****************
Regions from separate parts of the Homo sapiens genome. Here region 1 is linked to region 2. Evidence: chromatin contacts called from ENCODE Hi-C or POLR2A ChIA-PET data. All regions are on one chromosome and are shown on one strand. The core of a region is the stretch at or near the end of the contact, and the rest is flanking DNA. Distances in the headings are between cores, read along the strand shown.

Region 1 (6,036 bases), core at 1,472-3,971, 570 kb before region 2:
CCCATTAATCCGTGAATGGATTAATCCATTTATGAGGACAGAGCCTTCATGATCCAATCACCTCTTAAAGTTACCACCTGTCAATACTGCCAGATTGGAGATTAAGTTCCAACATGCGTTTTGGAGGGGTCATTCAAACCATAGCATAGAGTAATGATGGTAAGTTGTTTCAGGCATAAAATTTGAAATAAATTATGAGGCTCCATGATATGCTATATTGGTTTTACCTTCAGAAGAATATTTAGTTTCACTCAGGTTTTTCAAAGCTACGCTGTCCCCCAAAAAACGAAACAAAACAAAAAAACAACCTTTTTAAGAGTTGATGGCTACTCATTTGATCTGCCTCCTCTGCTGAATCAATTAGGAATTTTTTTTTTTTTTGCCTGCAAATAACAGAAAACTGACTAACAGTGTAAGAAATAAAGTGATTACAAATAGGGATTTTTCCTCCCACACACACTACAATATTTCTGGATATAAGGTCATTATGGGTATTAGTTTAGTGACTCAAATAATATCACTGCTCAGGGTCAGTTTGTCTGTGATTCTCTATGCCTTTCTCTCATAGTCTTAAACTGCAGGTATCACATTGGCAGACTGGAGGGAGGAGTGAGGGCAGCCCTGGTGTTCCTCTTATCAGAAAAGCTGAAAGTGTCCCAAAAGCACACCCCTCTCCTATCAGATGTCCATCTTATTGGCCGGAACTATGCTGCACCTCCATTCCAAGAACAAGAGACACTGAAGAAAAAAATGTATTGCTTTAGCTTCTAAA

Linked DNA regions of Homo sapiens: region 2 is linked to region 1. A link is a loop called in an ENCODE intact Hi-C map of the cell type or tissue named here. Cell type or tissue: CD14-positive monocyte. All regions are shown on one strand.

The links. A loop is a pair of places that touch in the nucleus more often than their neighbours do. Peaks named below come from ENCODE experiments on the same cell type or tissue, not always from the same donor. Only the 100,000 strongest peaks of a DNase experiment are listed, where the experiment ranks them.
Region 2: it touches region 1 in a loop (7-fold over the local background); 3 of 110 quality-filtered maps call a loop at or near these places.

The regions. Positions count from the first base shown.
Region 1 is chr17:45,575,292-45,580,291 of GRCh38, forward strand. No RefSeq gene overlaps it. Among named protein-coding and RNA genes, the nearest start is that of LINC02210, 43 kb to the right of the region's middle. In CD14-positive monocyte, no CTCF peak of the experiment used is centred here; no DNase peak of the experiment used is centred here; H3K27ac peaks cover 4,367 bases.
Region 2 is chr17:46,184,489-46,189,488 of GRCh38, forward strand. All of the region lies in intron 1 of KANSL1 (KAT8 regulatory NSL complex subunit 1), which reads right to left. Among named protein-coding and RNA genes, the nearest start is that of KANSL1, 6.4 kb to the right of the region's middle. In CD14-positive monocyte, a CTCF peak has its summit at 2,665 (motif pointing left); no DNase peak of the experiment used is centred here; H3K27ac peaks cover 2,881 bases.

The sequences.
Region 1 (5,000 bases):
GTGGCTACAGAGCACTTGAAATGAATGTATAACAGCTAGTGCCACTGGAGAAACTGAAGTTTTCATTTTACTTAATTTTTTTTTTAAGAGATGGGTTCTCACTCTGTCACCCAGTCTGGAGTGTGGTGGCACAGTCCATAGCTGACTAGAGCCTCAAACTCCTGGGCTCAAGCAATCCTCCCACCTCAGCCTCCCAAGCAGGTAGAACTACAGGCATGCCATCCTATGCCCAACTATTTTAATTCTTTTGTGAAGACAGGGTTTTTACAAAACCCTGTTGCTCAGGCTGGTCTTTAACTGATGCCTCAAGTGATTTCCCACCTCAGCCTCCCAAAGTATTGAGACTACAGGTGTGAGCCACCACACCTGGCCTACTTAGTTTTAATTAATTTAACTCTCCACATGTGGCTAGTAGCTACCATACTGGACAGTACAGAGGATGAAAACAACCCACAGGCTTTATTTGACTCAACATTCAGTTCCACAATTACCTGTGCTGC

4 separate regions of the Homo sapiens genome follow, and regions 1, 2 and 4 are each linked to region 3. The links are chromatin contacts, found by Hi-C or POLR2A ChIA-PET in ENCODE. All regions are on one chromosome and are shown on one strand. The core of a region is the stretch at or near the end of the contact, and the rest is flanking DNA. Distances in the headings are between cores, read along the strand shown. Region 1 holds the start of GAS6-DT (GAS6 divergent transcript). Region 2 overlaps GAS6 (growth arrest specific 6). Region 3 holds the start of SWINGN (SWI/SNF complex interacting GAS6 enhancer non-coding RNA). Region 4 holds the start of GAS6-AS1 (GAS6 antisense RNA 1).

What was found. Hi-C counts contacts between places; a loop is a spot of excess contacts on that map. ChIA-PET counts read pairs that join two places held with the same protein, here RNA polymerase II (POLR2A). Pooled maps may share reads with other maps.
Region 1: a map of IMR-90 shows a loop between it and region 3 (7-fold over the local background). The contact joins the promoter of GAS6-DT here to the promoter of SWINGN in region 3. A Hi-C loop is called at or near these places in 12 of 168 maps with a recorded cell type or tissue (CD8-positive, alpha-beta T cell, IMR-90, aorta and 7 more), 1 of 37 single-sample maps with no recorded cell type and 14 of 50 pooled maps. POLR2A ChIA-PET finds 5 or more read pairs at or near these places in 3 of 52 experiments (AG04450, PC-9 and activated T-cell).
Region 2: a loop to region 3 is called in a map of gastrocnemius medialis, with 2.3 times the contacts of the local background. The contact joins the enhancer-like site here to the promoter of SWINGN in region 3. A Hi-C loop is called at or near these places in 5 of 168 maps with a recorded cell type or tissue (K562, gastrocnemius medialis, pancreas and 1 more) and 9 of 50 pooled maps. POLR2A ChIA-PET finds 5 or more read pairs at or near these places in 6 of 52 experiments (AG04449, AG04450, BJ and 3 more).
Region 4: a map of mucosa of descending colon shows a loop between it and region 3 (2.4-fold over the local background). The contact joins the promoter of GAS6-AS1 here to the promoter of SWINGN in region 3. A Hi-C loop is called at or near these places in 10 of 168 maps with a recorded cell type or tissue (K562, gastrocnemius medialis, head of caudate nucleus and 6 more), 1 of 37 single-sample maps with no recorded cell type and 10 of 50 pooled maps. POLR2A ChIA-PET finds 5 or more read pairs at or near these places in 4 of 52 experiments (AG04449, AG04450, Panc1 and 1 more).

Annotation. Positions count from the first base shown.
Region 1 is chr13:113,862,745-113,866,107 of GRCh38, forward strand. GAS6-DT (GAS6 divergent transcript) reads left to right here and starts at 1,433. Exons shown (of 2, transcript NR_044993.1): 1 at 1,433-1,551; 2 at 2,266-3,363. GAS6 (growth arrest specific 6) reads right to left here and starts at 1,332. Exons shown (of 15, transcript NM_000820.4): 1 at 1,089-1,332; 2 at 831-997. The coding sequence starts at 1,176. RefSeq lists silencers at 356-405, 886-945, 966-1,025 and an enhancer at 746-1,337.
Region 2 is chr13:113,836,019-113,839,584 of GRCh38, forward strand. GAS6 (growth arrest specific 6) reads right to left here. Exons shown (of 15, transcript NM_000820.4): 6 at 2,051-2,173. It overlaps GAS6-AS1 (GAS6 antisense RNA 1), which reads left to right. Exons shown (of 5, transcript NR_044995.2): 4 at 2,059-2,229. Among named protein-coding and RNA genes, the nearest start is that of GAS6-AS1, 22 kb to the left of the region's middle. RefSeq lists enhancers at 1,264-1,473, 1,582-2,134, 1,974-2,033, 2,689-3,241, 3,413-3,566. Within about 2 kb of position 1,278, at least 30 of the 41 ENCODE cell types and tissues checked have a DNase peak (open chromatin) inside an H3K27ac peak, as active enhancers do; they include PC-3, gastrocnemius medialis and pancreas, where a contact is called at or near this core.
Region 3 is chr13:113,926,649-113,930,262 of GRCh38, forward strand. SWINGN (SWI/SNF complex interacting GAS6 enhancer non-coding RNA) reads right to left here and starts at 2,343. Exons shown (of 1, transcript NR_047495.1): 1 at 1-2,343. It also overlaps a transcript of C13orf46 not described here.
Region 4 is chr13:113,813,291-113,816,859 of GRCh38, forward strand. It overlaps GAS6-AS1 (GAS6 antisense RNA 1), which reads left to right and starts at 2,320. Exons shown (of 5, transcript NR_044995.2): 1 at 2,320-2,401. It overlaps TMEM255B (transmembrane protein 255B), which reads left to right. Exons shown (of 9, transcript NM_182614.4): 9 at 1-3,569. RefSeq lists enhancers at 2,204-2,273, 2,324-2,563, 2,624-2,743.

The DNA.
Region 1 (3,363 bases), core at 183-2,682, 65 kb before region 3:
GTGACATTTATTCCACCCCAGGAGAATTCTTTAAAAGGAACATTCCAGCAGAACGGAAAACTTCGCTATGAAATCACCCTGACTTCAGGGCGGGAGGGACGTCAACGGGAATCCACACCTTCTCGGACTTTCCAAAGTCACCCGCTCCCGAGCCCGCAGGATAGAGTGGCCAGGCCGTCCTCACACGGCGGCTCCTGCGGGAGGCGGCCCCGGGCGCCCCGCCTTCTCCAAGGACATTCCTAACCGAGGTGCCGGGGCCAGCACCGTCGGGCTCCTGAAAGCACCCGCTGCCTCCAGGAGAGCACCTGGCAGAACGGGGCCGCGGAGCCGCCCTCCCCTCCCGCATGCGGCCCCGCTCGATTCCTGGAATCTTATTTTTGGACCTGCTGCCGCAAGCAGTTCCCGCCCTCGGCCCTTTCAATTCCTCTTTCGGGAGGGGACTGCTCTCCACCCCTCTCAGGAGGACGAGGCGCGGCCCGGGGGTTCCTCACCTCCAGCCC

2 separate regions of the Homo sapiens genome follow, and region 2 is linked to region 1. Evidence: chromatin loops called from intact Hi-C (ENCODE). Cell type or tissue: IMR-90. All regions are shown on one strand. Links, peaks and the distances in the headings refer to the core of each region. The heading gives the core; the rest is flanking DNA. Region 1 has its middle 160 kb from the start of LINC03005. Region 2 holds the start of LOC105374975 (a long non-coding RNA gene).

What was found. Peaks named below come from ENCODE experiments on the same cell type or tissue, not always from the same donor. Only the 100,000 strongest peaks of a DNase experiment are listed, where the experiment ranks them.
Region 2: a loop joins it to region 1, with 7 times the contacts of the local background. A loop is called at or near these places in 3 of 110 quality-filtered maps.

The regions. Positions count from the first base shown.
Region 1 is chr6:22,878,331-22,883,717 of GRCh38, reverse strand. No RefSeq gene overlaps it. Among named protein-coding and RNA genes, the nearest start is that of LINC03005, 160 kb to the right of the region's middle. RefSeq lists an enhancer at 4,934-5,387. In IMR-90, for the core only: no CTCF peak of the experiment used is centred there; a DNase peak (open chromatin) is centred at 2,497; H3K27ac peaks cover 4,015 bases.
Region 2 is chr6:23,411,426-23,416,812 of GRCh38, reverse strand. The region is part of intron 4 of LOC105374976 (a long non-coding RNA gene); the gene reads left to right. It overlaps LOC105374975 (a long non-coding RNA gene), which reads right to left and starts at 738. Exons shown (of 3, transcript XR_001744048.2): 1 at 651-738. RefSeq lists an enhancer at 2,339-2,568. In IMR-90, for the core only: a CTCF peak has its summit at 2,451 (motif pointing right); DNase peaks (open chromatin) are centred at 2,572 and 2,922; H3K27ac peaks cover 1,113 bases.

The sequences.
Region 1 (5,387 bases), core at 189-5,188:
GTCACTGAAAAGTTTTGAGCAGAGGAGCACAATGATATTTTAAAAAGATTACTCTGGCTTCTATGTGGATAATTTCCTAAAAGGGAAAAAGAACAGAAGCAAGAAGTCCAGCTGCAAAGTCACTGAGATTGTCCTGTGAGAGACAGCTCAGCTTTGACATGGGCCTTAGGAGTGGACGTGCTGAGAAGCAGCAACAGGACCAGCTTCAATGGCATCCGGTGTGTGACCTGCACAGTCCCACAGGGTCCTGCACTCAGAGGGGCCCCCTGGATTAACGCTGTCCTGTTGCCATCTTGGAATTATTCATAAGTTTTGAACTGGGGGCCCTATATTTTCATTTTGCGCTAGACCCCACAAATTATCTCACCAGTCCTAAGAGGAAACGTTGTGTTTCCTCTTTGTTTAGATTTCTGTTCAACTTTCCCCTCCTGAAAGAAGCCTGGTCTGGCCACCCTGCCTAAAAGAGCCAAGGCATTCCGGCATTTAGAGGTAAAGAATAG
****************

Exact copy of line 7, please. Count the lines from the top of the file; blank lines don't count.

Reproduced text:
The regions. Positions count from the first base shown.